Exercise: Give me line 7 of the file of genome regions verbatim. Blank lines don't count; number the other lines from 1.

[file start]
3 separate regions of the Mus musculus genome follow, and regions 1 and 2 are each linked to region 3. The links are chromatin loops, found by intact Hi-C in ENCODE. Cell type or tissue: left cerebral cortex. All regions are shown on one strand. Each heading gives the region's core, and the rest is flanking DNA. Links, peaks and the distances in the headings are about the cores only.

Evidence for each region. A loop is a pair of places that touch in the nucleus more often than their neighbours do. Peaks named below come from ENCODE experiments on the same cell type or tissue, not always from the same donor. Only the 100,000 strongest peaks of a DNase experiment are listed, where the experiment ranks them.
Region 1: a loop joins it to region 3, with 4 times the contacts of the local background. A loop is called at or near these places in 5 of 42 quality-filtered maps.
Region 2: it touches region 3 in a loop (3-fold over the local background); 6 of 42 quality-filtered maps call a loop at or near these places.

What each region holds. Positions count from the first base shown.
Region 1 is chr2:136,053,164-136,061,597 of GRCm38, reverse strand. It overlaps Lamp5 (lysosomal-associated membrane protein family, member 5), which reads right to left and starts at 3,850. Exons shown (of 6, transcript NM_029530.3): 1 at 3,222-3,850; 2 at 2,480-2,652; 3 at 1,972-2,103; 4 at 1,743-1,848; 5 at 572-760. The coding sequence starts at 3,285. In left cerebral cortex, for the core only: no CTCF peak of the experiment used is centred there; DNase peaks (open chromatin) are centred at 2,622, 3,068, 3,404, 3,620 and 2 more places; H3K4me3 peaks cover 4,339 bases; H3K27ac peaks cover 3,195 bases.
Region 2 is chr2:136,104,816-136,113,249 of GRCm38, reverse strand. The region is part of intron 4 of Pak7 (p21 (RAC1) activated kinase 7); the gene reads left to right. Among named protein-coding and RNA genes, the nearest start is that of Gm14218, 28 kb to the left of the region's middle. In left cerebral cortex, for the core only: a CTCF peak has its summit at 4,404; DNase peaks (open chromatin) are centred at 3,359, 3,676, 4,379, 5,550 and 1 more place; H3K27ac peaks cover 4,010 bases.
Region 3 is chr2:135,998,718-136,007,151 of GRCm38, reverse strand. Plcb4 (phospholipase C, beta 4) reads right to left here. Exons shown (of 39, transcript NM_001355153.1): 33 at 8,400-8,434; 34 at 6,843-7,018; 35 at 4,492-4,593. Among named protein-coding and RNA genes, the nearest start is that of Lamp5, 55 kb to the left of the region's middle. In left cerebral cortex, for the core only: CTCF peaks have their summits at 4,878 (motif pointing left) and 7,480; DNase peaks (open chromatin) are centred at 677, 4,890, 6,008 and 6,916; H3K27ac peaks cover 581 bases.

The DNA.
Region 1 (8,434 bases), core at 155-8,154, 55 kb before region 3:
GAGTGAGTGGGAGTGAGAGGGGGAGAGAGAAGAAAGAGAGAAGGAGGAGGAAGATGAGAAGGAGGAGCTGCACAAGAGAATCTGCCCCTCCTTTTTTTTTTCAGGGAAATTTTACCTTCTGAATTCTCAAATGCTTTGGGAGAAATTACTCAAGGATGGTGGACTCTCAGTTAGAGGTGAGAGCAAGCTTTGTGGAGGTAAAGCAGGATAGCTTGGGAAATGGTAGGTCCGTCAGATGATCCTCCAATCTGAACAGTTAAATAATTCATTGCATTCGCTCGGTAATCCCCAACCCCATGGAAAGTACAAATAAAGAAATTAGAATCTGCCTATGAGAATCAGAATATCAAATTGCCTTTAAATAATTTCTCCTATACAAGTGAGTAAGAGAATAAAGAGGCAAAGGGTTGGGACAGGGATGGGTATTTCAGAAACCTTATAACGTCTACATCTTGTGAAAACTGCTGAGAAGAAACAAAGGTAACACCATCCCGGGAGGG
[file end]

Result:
Region 2 is chr2:136,104,816-136,113,249 of GRCm38, reverse strand. The region is part of intron 4 of Pak7 (p21 (RAC1) activated kinase 7); the gene reads left to right. Among named protein-coding and RNA genes, the nearest start is that of Gm14218, 28 kb to the left of the region's middle. In left cerebral cortex, for the core only: a CTCF peak has its summit at 4,404; DNase peaks (open chromatin) are centred at 3,359, 3,676, 4,379, 5,550 and 1 more place; H3K27ac peaks cover 4,010 bases.